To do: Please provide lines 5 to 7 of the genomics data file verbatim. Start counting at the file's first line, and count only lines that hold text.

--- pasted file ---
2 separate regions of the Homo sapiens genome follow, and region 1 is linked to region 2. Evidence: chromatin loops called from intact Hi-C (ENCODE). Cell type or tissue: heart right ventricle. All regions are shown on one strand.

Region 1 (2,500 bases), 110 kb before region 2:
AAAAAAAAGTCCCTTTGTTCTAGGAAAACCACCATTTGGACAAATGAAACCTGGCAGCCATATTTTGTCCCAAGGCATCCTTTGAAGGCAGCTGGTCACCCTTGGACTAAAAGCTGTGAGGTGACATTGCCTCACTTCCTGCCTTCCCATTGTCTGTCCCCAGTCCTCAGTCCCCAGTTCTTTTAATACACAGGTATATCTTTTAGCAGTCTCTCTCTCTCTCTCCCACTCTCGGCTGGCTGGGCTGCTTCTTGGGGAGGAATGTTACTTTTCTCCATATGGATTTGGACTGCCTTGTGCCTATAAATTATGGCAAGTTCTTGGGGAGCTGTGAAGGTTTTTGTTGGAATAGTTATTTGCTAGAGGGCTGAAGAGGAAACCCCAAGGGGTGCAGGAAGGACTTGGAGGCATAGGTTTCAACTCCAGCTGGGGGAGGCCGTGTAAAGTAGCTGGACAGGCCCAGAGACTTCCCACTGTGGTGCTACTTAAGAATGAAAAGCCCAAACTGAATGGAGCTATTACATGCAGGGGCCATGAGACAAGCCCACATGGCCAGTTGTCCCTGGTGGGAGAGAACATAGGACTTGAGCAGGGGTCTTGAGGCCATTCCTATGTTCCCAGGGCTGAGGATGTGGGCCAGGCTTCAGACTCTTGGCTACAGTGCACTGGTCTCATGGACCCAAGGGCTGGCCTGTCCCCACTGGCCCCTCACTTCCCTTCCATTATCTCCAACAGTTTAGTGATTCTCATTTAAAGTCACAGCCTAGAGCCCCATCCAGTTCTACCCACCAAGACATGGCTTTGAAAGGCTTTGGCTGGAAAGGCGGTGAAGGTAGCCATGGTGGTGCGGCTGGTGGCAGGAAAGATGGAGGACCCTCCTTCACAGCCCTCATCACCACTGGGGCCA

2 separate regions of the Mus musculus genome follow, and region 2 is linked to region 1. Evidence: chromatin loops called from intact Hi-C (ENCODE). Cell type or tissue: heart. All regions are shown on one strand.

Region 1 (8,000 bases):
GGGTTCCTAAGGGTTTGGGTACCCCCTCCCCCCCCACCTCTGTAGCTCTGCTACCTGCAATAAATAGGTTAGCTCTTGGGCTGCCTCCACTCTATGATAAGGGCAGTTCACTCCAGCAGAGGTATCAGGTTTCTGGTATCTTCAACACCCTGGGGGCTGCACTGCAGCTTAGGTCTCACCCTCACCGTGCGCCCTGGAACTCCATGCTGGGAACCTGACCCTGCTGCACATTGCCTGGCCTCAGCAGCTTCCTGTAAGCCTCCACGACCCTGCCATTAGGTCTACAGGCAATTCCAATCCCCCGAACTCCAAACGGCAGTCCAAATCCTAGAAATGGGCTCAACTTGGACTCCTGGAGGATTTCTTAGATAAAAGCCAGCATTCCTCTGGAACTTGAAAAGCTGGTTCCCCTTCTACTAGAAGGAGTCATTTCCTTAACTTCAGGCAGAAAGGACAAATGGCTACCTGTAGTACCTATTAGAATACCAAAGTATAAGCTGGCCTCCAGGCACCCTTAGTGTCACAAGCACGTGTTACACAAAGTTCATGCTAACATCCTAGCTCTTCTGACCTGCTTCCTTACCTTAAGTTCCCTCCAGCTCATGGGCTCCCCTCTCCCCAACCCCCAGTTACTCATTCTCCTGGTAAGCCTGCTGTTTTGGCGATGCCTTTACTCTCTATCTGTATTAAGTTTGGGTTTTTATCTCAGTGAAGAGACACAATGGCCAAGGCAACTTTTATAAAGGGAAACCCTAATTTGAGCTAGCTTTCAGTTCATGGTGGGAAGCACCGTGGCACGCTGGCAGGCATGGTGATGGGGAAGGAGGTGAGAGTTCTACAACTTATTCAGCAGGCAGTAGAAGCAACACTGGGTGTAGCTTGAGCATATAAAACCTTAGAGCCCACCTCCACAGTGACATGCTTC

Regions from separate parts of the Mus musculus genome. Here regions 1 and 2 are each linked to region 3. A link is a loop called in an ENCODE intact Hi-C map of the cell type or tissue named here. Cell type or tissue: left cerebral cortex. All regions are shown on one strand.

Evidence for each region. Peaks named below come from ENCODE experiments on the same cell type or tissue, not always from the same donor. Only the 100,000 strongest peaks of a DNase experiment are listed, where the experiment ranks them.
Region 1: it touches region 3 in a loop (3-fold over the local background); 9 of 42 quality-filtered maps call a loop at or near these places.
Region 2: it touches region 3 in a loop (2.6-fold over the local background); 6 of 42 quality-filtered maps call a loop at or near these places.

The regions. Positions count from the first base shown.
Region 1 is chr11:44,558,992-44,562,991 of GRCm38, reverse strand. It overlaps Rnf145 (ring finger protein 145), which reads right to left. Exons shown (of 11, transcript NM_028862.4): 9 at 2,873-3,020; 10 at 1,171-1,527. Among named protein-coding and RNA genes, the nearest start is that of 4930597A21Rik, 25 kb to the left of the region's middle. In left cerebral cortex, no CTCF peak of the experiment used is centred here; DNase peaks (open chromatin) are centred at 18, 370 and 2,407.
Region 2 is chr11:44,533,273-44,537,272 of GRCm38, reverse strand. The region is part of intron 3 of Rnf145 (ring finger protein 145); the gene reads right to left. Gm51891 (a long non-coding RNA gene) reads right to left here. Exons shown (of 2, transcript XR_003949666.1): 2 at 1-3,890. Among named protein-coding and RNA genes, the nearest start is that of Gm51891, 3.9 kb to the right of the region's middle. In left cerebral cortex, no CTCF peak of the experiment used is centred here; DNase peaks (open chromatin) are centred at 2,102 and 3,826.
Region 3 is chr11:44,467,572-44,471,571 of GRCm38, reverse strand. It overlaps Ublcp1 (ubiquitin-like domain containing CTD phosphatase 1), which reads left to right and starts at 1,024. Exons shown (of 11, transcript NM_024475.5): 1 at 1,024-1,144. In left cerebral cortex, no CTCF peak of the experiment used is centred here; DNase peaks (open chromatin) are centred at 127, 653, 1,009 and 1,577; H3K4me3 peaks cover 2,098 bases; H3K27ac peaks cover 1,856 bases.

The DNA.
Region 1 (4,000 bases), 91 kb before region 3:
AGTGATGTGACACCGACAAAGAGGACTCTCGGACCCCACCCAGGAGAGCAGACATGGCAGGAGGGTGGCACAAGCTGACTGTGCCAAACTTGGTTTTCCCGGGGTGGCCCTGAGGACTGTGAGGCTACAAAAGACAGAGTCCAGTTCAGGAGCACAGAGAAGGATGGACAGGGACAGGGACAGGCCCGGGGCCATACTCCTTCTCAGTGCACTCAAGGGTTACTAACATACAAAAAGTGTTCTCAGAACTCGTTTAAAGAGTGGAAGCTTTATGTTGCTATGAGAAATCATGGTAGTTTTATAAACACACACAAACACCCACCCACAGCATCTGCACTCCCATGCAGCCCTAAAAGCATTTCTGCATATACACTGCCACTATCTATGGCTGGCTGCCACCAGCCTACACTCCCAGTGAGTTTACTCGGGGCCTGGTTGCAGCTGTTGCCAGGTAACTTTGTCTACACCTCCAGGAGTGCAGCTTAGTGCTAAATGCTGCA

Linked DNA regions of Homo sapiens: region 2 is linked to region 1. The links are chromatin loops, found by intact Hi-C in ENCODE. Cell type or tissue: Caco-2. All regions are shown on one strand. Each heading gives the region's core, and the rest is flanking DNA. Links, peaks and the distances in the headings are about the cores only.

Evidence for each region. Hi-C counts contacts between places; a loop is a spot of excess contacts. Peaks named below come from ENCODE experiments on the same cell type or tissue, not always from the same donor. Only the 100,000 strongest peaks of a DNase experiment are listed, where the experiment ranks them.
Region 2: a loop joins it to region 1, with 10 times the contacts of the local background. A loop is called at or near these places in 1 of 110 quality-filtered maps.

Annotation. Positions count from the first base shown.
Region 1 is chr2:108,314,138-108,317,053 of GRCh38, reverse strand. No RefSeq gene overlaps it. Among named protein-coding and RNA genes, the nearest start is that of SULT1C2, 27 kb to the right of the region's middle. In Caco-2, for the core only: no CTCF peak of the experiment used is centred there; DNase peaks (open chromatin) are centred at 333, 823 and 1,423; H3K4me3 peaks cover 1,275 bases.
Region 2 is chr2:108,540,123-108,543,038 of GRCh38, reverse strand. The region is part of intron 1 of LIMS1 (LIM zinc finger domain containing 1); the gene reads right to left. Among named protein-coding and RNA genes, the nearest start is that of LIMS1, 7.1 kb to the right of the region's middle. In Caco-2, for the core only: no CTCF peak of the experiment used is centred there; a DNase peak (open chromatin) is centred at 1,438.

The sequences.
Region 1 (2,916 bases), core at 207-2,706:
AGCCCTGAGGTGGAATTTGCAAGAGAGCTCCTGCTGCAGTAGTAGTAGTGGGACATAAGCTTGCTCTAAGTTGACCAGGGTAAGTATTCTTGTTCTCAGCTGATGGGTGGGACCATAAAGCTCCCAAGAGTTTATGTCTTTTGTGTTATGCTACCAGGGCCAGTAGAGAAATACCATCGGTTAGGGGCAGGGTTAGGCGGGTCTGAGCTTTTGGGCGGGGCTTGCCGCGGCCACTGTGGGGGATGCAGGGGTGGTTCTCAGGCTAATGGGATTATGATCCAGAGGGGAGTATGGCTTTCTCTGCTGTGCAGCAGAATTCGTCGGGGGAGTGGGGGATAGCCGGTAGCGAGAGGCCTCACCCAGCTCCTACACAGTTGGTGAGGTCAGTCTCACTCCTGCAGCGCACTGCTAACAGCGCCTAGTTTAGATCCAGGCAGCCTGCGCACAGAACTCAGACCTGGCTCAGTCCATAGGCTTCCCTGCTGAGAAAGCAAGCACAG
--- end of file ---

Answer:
Region 1 (8,000 bases):
GGGTTCCTAAGGGTTTGGGTACCCCCTCCCCCCCCACCTCTGTAGCTCTGCTACCTGCAATAAATAGGTTAGCTCTTGGGCTGCCTCCACTCTATGATAAGGGCAGTTCACTCCAGCAGAGGTATCAGGTTTCTGGTATCTTCAACACCCTGGGGGCTGCACTGCAGCTTAGGTCTCACCCTCACCGTGCGCCCTGGAACTCCATGCTGGGAACCTGACCCTGCTGCACATTGCCTGGCCTCAGCAGCTTCCTGTAAGCCTCCACGACCCTGCCATTAGGTCTACAGGCAATTCCAATCCCCCGAACTCCAAACGGCAGTCCAAATCCTAGAAATGGGCTCAACTTGGACTCCTGGAGGATTTCTTAGATAAAAGCCAGCATTCCTCTGGAACTTGAAAAGCTGGTTCCCCTTCTACTAGAAGGAGTCATTTCCTTAACTTCAGGCAGAAAGGACAAATGGCTACCTGTAGTACCTATTAGAATACCAAAGTATAAGCTGGCCTCCAGGCACCCTTAGTGTCACAAGCACGTGTTACACAAAGTTCATGCTAACATCCTAGCTCTTCTGACCTGCTTCCTTACCTTAAGTTCCCTCCAGCTCATGGGCTCCCCTCTCCCCAACCCCCAGTTACTCATTCTCCTGGTAAGCCTGCTGTTTTGGCGATGCCTTTACTCTCTATCTGTATTAAGTTTGGGTTTTTATCTCAGTGAAGAGACACAATGGCCAAGGCAACTTTTATAAAGGGAAACCCTAATTTGAGCTAGCTTTCAGTTCATGGTGGGAAGCACCGTGGCACGCTGGCAGGCATGGTGATGGGGAAGGAGGTGAGAGTTCTACAACTTATTCAGCAGGCAGTAGAAGCAACACTGGGTGTAGCTTGAGCATATAAAACCTTAGAGCCCACCTCCACAGTGACATGCTTC

Regions from separate parts of the Mus musculus genome. Here regions 1 and 2 are each linked to region 3. A link is a loop called in an ENCODE intact Hi-C map of the cell type or tissue named here. Cell type or tissue: left cerebral cortex. All regions are shown on one strand.